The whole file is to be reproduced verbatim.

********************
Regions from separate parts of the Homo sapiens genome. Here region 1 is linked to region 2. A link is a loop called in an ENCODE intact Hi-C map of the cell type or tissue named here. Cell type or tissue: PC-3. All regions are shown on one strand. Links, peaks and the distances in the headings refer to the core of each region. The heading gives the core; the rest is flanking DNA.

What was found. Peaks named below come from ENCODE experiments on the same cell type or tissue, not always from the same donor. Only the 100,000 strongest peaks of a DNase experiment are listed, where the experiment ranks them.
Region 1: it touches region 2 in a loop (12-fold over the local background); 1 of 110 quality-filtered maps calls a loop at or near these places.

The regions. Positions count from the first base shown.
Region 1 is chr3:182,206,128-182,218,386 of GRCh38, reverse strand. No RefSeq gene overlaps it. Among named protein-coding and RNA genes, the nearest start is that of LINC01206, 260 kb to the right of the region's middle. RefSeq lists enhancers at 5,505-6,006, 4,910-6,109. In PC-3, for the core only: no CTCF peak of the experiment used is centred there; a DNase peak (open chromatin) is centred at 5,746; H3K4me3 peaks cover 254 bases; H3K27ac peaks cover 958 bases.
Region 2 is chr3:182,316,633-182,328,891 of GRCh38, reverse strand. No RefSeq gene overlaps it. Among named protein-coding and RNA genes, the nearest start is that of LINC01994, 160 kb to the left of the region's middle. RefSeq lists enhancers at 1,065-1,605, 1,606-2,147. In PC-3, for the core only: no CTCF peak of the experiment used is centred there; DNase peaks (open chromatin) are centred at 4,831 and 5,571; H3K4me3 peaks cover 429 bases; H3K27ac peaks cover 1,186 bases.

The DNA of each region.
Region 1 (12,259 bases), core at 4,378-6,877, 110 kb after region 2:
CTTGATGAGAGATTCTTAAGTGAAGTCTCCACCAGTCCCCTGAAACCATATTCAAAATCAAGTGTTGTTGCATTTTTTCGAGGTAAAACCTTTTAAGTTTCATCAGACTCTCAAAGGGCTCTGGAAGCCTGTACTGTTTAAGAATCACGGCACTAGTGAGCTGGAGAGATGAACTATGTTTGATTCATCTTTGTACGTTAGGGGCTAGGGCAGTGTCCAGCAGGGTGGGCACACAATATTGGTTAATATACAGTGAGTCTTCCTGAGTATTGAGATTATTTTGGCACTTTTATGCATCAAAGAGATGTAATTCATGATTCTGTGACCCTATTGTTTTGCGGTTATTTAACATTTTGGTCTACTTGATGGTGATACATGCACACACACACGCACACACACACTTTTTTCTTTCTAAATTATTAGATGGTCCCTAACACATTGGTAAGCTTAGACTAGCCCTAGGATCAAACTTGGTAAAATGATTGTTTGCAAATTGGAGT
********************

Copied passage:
Regions from separate parts of the Homo sapiens genome. Here region 1 is linked to region 2. A link is a loop called in an ENCODE intact Hi-C map of the cell type or tissue named here. Cell type or tissue: PC-3. All regions are shown on one strand. Links, peaks and the distances in the headings refer to the core of each region. The heading gives the core; the rest is flanking DNA.

What was found. Peaks named below come from ENCODE experiments on the same cell type or tissue, not always from the same donor. Only the 100,000 strongest peaks of a DNase experiment are listed, where the experiment ranks them.
Region 1: it touches region 2 in a loop (12-fold over the local background); 1 of 110 quality-filtered maps calls a loop at or near these places.

The regions. Positions count from the first base shown.
Region 1 is chr3:182,206,128-182,218,386 of GRCh38, reverse strand. No RefSeq gene overlaps it. Among named protein-coding and RNA genes, the nearest start is that of LINC01206, 260 kb to the right of the region's middle. RefSeq lists enhancers at 5,505-6,006, 4,910-6,109. In PC-3, for the core only: no CTCF peak of the experiment used is centred there; a DNase peak (open chromatin) is centred at 5,746; H3K4me3 peaks cover 254 bases; H3K27ac peaks cover 958 bases.
Region 2 is chr3:182,316,633-182,328,891 of GRCh38, reverse strand. No RefSeq gene overlaps it. Among named protein-coding and RNA genes, the nearest start is that of LINC01994, 160 kb to the left of the region's middle. RefSeq lists enhancers at 1,065-1,605, 1,606-2,147. In PC-3, for the core only: no CTCF peak of the experiment used is centred there; DNase peaks (open chromatin) are centred at 4,831 and 5,571; H3K4me3 peaks cover 429 bases; H3K27ac peaks cover 1,186 bases.

The DNA of each region.
Region 1 (12,259 bases), core at 4,378-6,877, 110 kb after region 2:
CTTGATGAGAGATTCTTAAGTGAAGTCTCCACCAGTCCCCTGAAACCATATTCAAAATCAAGTGTTGTTGCATTTTTTCGAGGTAAAACCTTTTAAGTTTCATCAGACTCTCAAAGGGCTCTGGAAGCCTGTACTGTTTAAGAATCACGGCACTAGTGAGCTGGAGAGATGAACTATGTTTGATTCATCTTTGTACGTTAGGGGCTAGGGCAGTGTCCAGCAGGGTGGGCACACAATATTGGTTAATATACAGTGAGTCTTCCTGAGTATTGAGATTATTTTGGCACTTTTATGCATCAAAGAGATGTAATTCATGATTCTGTGACCCTATTGTTTTGCGGTTATTTAACATTTTGGTCTACTTGATGGTGATACATGCACACACACACGCACACACACACTTTTTTCTTTCTAAATTATTAGATGGTCCCTAACACATTGGTAAGCTTAGACTAGCCCTAGGATCAAACTTGGTAAAATGATTGTTTGCAAATTGGAGT